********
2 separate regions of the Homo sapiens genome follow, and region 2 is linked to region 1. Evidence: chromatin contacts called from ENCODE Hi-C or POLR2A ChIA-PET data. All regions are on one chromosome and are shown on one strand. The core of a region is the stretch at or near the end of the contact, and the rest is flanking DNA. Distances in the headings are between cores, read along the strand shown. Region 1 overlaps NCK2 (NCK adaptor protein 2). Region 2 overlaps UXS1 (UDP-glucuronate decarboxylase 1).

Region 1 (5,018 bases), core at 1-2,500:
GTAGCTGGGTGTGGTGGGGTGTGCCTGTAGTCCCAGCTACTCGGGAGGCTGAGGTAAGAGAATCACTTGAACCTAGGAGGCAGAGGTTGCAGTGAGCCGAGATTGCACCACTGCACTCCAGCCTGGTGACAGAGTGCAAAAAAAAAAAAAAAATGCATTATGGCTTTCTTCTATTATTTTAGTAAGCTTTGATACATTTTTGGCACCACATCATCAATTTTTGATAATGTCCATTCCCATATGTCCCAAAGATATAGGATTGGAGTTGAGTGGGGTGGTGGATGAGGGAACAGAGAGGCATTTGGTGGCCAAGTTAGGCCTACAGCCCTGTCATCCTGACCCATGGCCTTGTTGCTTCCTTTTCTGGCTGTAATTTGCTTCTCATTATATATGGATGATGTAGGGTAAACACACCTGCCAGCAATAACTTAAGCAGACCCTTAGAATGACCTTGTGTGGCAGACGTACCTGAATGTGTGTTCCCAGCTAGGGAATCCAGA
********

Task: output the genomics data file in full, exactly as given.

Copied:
2 separate regions of the Homo sapiens genome follow, and region 2 is linked to region 1. Evidence: chromatin contacts called from ENCODE Hi-C or POLR2A ChIA-PET data. All regions are on one chromosome and are shown on one strand. The core of a region is the stretch at or near the end of the contact, and the rest is flanking DNA. Distances in the headings are between cores, read along the strand shown. Region 1 overlaps NCK2 (NCK adaptor protein 2). Region 2 overlaps UXS1 (UDP-glucuronate decarboxylase 1).

Region 1 (5,018 bases), core at 1-2,500:
GTAGCTGGGTGTGGTGGGGTGTGCCTGTAGTCCCAGCTACTCGGGAGGCTGAGGTAAGAGAATCACTTGAACCTAGGAGGCAGAGGTTGCAGTGAGCCGAGATTGCACCACTGCACTCCAGCCTGGTGACAGAGTGCAAAAAAAAAAAAAAAATGCATTATGGCTTTCTTCTATTATTTTAGTAAGCTTTGATACATTTTTGGCACCACATCATCAATTTTTGATAATGTCCATTCCCATATGTCCCAAAGATATAGGATTGGAGTTGAGTGGGGTGGTGGATGAGGGAACAGAGAGGCATTTGGTGGCCAAGTTAGGCCTACAGCCCTGTCATCCTGACCCATGGCCTTGTTGCTTCCTTTTCTGGCTGTAATTTGCTTCTCATTATATATGGATGATGTAGGGTAAACACACCTGCCAGCAATAACTTAAGCAGACCCTTAGAATGACCTTGTGTGGCAGACGTACCTGAATGTGTGTTCCCAGCTAGGGAATCCAGA